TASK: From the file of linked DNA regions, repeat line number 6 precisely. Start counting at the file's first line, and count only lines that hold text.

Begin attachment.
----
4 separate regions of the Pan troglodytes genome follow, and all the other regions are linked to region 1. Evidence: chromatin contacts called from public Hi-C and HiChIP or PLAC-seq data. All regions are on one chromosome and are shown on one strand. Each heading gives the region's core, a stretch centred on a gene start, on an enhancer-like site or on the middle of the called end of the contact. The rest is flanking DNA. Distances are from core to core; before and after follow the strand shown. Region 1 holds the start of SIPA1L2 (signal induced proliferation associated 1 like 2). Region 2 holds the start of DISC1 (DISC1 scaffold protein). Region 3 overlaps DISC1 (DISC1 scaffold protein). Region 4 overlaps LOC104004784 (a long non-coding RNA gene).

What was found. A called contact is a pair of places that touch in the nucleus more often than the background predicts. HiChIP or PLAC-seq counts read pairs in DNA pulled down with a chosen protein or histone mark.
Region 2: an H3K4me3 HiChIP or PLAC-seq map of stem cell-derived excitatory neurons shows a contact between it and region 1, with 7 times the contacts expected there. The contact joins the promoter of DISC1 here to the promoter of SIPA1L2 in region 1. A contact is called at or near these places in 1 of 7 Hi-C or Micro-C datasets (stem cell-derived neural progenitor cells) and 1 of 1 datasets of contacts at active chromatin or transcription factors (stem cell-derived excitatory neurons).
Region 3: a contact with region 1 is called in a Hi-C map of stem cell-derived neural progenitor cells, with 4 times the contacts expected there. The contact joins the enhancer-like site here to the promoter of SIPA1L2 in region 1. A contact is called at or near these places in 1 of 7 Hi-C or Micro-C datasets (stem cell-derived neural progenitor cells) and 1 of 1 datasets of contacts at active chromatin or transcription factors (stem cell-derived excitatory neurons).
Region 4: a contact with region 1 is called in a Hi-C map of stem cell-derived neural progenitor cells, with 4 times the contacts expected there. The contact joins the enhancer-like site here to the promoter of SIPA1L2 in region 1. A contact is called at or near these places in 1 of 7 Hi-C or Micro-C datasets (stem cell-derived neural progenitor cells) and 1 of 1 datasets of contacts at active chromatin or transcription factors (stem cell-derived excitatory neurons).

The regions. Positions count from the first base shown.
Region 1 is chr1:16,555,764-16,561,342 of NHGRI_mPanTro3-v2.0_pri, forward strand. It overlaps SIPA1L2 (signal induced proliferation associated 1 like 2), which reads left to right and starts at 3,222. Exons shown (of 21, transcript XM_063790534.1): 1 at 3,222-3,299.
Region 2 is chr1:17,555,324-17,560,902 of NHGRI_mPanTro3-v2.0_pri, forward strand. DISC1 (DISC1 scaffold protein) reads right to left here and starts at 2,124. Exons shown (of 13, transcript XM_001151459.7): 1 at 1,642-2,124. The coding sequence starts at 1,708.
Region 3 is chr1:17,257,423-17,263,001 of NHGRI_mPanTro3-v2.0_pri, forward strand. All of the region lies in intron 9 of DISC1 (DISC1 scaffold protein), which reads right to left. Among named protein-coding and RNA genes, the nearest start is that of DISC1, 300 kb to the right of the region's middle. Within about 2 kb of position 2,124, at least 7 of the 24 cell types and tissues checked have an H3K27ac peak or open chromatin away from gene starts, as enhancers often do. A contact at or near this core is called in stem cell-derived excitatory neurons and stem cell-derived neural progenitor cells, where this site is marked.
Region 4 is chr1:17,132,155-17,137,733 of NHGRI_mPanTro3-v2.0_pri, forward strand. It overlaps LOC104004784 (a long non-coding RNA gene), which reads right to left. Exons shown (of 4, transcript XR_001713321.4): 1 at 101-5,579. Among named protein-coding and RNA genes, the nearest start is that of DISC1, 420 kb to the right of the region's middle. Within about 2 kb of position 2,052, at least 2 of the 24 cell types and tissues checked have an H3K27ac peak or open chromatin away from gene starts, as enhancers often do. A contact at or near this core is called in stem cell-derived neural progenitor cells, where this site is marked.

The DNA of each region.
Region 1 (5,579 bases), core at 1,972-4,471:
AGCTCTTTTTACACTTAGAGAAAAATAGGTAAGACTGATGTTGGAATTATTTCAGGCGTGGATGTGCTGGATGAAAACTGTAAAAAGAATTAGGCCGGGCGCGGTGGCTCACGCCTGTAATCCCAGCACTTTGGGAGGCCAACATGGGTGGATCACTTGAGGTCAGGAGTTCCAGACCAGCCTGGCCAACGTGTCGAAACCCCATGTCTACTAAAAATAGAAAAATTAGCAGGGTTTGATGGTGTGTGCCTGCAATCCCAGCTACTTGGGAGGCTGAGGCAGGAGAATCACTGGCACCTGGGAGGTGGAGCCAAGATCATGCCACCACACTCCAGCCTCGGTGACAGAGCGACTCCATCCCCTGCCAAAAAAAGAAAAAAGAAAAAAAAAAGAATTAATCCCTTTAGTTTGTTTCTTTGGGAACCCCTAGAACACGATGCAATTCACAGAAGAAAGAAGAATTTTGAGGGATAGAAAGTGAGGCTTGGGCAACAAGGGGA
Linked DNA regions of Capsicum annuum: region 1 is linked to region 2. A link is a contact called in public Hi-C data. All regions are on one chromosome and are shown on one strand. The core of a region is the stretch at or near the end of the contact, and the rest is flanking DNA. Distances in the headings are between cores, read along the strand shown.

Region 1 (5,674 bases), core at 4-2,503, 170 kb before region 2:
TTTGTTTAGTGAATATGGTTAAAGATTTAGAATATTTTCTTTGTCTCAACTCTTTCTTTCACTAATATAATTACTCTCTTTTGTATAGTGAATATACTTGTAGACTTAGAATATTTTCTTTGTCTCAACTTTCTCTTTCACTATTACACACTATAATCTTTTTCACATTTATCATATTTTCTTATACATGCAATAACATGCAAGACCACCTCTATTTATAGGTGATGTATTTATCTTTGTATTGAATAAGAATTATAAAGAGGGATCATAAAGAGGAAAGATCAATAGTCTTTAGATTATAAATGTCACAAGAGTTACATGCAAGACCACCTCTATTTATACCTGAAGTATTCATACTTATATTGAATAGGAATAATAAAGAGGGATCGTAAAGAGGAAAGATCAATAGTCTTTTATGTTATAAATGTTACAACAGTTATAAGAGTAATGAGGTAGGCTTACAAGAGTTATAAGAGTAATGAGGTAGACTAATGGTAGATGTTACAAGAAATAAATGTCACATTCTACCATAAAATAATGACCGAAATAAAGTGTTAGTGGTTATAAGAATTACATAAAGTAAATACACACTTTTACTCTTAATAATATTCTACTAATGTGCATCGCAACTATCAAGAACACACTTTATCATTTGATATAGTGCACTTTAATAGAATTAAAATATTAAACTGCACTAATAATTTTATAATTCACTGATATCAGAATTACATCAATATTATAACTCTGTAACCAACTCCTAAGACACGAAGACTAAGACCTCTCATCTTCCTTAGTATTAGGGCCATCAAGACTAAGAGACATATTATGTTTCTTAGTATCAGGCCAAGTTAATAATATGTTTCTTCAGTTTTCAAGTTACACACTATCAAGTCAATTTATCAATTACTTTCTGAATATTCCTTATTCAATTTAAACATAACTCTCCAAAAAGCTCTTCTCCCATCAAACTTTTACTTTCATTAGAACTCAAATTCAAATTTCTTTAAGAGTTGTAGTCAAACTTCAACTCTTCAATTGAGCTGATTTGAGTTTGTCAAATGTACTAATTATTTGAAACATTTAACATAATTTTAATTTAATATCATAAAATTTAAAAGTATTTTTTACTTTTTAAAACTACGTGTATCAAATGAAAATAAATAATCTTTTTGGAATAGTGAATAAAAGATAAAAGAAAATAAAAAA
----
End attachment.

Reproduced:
The regions. Positions count from the first base shown.